MICHEL MARTIN, HOST:
The waiting continues. Special counsel Robert Mueller has handed in his report to Attorney General William Barr, and now it's up to Mr. Barr to make the findings, or some subset of them, public or not. For close to two years, Robert Mueller's investigation into Russian interference in the 2016 election has been something of a background fixture in American political life, there in the shadows as a source of threat or promise, depending on your point of view. Today, we asked people from around the country to share their thoughts.
ALLIE MCCANDLESS: People have been making it out to be, like, oh, you know, this report is submitted. This will either, like, get Trump impeached or, like, clear him completely. But I don't think it's that clear-cut.
ROGER SCHOONOVER: The damage done by speculation will be worse than anything that he wrote.
JAMIE CERNEK: I think regardless of whether or not Trump is indicted when he's in office, what's most important is that people start putting faith back into these, like, time-honored institutions of our government.
TOM SWEENEY: I'm glad it's out there, and I think it's a good beginning.
GREG SCHOLTZ: What a relief. Finally, it's over.
RICK LYNCH: The American public deserves to know what's going on. But I really hope what happens is that there's nothing behind the curtain. I hope we can get somewhat back to business as usual. I think that this last couple years has been such a distraction, and I think our people as Americans need to focus on building up America again and being neighborly.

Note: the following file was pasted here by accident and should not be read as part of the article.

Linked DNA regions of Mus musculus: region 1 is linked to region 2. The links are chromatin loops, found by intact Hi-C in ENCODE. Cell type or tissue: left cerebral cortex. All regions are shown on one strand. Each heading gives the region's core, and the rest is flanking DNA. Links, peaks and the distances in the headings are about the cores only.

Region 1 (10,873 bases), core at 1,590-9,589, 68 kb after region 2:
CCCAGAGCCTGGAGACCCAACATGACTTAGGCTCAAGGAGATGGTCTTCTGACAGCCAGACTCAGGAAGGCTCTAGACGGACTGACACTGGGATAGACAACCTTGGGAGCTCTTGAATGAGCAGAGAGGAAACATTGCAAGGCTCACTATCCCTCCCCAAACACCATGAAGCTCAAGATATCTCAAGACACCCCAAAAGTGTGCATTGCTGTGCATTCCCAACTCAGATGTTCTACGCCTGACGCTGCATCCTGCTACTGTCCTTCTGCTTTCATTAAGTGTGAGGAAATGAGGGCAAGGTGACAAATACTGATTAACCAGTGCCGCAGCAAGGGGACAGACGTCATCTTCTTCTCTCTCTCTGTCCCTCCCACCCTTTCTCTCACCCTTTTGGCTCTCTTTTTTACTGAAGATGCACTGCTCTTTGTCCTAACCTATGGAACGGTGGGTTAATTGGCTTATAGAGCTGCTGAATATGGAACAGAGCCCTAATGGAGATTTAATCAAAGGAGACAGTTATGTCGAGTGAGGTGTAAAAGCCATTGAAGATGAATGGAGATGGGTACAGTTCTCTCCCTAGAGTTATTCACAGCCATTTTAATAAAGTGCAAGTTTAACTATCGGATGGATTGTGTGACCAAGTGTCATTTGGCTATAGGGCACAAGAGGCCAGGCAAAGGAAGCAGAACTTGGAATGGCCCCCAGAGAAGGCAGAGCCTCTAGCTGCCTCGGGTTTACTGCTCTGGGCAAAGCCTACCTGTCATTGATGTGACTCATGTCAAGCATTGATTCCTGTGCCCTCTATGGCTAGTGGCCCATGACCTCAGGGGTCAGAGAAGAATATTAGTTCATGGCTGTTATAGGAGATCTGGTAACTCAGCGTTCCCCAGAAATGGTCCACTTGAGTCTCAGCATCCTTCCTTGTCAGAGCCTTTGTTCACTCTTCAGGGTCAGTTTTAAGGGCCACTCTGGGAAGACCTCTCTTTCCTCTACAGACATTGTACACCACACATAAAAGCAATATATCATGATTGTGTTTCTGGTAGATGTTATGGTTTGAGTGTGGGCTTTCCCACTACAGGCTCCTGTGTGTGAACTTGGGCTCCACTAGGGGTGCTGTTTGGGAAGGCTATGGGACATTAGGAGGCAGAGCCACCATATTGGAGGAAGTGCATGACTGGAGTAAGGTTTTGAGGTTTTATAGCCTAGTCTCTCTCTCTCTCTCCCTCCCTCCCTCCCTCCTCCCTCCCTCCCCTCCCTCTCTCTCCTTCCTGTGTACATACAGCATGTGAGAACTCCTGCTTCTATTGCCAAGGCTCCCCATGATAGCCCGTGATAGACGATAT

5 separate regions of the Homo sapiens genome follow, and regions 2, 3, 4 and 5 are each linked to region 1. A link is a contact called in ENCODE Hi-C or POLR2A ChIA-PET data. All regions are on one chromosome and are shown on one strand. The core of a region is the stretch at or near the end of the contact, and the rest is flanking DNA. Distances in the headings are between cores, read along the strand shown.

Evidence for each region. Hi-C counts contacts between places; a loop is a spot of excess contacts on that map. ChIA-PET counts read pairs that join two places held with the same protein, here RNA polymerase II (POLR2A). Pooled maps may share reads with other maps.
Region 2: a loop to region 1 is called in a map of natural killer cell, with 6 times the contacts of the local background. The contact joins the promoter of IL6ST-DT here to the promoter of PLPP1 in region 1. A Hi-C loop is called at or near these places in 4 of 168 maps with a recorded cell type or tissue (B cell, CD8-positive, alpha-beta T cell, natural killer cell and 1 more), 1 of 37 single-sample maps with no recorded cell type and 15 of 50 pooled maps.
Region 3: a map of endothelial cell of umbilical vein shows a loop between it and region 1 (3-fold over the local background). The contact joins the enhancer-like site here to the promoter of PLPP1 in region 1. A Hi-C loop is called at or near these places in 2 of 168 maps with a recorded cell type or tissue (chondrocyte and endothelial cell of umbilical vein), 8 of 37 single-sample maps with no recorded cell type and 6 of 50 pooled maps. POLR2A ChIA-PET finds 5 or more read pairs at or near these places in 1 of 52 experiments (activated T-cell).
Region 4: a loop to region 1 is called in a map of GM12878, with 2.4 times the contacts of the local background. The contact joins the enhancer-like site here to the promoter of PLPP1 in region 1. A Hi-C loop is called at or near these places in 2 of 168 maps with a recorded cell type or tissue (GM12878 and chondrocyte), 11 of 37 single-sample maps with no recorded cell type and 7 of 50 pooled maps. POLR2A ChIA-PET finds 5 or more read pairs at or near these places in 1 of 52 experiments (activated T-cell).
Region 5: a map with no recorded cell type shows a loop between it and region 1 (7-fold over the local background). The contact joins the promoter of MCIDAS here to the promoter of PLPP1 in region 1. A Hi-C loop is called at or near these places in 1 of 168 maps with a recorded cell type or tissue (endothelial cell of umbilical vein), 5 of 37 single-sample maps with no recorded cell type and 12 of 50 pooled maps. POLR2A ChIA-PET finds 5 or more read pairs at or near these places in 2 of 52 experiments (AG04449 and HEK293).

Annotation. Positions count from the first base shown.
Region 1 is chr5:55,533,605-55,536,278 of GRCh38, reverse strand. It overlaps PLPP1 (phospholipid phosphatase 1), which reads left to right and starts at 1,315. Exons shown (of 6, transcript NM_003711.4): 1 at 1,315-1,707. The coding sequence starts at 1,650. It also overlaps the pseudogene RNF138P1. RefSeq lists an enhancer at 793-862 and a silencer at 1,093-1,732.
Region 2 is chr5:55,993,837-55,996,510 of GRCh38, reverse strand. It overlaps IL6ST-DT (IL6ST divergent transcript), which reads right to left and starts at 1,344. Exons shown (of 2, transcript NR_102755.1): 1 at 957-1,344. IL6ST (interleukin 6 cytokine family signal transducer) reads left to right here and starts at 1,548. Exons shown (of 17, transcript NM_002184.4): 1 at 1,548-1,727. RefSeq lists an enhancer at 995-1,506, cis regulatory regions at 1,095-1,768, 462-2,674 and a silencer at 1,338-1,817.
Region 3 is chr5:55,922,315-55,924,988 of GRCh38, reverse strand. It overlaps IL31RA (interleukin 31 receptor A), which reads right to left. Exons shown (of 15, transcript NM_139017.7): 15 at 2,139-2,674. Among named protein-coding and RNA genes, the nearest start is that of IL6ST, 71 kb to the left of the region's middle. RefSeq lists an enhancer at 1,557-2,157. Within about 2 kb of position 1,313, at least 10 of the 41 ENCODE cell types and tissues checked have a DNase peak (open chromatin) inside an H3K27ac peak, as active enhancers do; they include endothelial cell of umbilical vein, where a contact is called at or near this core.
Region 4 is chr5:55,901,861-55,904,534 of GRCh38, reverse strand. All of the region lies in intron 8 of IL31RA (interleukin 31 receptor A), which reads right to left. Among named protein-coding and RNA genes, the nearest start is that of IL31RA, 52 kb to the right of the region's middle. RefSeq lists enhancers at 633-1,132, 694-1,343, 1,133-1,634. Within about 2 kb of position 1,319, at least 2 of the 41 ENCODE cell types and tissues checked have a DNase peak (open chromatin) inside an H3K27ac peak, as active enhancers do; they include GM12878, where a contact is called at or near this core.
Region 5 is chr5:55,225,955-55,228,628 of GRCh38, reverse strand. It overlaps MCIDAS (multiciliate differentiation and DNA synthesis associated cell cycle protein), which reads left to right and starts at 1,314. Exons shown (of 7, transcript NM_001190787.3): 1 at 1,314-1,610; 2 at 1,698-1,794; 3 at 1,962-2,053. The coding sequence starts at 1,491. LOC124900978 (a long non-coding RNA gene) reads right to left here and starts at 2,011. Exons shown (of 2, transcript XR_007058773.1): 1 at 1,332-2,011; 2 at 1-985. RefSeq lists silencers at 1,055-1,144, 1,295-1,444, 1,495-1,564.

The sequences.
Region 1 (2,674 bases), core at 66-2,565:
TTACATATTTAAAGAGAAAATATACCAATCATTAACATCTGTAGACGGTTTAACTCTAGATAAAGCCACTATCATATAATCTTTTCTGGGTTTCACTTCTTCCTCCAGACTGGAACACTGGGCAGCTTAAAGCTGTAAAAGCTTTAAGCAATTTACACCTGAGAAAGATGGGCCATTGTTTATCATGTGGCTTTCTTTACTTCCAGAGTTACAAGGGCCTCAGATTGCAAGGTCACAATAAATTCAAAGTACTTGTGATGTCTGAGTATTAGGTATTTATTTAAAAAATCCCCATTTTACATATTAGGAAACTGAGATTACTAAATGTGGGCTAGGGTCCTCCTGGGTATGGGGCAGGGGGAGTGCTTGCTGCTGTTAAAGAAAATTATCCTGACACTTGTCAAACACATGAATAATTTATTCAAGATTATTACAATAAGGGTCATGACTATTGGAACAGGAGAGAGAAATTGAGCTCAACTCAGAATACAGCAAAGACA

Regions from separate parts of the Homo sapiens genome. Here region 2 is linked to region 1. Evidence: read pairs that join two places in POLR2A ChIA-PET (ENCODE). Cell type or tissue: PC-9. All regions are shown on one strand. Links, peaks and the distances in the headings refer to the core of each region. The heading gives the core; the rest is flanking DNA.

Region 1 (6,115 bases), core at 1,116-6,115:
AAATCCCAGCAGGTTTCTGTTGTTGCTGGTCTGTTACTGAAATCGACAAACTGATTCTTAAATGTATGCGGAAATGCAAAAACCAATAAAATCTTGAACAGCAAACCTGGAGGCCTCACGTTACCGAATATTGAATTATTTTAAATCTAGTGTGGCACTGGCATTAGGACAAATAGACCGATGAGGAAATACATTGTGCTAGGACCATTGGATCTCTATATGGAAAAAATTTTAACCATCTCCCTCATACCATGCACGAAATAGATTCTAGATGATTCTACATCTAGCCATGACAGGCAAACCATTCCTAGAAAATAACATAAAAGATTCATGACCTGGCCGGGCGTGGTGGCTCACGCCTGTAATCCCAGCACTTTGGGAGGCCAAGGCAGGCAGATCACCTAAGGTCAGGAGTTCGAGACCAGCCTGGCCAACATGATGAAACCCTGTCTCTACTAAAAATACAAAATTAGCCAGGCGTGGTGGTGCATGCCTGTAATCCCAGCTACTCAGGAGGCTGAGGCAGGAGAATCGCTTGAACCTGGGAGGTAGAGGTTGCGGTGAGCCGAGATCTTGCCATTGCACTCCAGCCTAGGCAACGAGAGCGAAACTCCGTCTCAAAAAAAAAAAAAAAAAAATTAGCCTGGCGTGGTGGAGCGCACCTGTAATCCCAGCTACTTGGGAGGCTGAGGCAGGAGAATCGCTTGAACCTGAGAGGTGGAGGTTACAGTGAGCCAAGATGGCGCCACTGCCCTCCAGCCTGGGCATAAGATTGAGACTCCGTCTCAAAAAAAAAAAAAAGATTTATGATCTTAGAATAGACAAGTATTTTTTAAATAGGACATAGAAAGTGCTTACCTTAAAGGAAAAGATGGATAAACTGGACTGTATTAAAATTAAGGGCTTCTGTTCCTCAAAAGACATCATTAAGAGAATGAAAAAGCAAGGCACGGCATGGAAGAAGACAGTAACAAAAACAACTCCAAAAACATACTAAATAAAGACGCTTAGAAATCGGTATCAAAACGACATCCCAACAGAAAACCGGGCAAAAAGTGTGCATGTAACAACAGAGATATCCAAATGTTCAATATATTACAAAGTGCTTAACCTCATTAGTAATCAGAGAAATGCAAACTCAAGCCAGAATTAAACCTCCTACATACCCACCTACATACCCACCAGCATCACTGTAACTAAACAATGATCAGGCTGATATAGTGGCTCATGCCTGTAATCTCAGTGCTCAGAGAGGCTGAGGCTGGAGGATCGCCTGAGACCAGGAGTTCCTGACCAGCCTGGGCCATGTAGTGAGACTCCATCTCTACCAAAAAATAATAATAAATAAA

TINA MAPES: I would be concerned about releasing the full investigation and people grabbing onto certain pieces that they don't quite understand.
SOPHIE GREENE: I'm a little worried that no bombshells will result in a lot of Republicans saying there's nothing to see here.
CHASE ALLISON: I'm trying to just make rent. I'm trying to scrape by. And sometimes, like, just basic survival takes precedence over, like, what's going on in politics right now, which may seem selfish. But that's probably why I don't follow politics more closely than I do - is because it feels like it's not affecting me directly.
UNIDENTIFIED PERSON: I don't think there's any smoking gun in the report. But, you know, until we see it and read it, that's when we'll know.
MARTIN: That was Allie McCandless, Roger Schoonover, Jamie Cernek, Tom Sweeney, Greg Scholtz, Rick Lynch, Tina Mapes, Sophie Greene and Chase Allison from New Jersey, Virginia, D.C., Iowa, Florida and Kansas. Transcript provided by NPR, Copyright NPR.